I would say the biggest challenge is keeping your staff. When your coaches see how big you can grow, they then want some of the success and leave, start up their own sessions and then they are your competition. However, years later we are still going strong, as with any business our strategies change in line with customer demands and the current climate.
FF: Has your work at Manchester United’s Foundation been noticed by the academy for boys and girls at the club and what is Manchester United’s view of the sport?
I really do not know what the boys Academy think as no one has ever contacted me. In the girl’s academy, 50% of their training at u10s and 11s is Futsal. For the u13s, 14s and 16s a third of their training sessions are Futsal, plus the 13s,14s and 16s play Futsal games against local boy’s teams once a month. The clubs’ girls RTC is there to create footballers, however, they recognise the benefits Futsal has in developing their players and due to this, they are in their 6th season of delivering this.
FF: How do you feel about the English futsal development rollercoaster ride for Men’s and Women’s sport for the past 15 years?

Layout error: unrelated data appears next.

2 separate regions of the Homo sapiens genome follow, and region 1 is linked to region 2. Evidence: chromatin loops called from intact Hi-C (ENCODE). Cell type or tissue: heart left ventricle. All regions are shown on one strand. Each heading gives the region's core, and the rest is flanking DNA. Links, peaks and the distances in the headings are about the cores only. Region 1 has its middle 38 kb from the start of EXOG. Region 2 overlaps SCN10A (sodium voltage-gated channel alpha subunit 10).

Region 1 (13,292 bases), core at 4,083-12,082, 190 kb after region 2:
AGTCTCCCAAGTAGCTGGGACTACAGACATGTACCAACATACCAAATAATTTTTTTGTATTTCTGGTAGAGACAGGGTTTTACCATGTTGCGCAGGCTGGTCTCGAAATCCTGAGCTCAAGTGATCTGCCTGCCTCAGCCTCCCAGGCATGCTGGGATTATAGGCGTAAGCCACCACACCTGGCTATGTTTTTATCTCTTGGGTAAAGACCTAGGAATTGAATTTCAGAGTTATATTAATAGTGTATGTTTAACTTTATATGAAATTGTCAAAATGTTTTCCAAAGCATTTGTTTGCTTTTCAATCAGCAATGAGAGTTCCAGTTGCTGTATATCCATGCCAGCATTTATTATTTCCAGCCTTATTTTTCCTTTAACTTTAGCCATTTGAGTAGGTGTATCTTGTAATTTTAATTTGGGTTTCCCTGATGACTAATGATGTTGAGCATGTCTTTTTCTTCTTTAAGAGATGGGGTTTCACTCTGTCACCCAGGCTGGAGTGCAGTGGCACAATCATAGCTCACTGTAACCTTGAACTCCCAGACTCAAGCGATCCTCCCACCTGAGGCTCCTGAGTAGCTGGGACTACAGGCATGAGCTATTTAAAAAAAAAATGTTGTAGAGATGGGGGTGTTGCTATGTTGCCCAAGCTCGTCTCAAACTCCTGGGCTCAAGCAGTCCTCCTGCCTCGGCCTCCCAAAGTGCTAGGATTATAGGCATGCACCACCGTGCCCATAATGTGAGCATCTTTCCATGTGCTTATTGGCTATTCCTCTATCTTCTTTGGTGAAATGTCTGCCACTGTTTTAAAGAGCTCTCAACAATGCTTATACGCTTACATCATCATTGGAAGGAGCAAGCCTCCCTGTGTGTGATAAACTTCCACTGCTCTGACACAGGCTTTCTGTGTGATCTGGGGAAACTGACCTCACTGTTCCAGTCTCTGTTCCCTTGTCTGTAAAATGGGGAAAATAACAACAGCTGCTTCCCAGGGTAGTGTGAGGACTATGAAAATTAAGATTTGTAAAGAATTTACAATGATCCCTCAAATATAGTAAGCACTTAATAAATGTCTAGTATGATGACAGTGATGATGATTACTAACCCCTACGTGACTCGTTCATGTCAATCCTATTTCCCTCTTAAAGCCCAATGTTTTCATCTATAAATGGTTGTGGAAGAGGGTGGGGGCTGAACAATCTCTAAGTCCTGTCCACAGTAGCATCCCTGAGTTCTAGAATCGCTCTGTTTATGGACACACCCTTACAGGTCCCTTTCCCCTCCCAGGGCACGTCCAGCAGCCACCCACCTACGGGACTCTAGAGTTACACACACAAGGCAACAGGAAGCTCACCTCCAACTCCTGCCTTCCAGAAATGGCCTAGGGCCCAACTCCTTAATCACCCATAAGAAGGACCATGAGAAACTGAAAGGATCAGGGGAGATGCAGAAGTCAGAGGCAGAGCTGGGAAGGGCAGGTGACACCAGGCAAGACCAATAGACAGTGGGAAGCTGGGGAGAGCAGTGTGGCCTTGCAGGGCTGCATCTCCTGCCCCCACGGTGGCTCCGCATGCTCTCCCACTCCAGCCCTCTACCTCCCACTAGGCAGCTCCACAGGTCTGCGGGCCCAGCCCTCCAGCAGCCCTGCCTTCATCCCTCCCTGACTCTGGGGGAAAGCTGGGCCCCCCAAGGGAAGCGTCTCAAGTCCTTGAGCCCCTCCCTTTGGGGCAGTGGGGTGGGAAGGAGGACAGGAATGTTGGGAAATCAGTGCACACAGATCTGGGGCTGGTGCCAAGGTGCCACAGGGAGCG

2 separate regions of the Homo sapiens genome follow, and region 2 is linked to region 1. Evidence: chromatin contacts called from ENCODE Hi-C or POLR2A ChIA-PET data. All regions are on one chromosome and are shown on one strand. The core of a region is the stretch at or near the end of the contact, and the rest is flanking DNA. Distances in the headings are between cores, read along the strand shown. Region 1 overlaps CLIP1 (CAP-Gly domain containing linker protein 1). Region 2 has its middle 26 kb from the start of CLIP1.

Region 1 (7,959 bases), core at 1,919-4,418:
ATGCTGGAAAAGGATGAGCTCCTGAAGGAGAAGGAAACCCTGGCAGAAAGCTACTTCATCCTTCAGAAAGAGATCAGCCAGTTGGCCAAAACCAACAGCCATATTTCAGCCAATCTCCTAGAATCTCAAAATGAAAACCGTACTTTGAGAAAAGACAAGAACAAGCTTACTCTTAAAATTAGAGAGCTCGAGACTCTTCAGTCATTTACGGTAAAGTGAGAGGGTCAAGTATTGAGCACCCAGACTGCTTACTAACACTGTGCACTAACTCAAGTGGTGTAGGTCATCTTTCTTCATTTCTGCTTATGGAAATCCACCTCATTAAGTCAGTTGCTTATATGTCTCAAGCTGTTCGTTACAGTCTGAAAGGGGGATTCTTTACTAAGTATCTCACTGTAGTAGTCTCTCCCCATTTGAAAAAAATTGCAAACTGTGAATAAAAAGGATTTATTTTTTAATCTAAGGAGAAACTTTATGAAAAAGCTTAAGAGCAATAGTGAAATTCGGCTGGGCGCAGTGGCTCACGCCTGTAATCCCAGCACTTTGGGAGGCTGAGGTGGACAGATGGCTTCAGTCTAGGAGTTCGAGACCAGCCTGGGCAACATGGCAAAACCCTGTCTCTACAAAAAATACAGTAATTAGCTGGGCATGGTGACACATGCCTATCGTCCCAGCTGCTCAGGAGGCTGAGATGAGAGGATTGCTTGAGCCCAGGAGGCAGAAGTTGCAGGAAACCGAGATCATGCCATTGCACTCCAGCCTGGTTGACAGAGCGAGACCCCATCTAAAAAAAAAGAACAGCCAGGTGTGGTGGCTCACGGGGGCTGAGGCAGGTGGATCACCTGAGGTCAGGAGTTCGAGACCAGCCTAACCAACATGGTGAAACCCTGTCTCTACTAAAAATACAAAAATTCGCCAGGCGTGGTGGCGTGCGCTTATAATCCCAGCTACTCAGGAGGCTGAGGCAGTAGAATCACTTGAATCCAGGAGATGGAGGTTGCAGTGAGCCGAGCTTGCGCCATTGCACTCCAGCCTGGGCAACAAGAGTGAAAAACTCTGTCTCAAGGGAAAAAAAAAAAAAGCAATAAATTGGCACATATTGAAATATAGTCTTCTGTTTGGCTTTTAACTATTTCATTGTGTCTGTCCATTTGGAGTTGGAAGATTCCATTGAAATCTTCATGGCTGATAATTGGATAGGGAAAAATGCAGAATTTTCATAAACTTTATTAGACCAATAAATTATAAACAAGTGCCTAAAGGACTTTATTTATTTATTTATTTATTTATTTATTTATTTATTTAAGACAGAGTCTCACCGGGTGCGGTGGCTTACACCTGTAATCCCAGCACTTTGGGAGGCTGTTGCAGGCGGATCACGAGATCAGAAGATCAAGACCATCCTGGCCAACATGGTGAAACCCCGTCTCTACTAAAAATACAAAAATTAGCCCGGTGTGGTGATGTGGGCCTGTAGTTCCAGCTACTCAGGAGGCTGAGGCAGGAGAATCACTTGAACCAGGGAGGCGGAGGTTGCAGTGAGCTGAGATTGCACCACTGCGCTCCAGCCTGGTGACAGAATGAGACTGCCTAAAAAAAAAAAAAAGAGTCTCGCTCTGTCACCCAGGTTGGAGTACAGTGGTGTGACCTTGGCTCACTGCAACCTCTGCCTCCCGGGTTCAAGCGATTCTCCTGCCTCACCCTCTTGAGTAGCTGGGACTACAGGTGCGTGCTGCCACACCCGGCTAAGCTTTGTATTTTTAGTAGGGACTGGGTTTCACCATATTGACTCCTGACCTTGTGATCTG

NL: The game has grown steadily in the past 10 years. We now have players at 18 years old who have grown up playing futsal from age five or six. The current England u19s men’s team is a testament to that compared to maybe 5 years ago. And although there has been a break over the past few years the Futsal community and clubs like Manchester Futsal Club have had to soldier on and support those players who had their international careers stopped, these have been the ups and downs. The Fast Forward with Futsal strategy from 2018 which promised an England Women’s team, and to completely grow the game was one of the biggest disappointments when it was scrapped in 2020 due to a lack of money. Though it was the same year that the FA found money for an England E-Sports team, so we have been up against it for a while, but hopefully, it’s staying on that upward climb.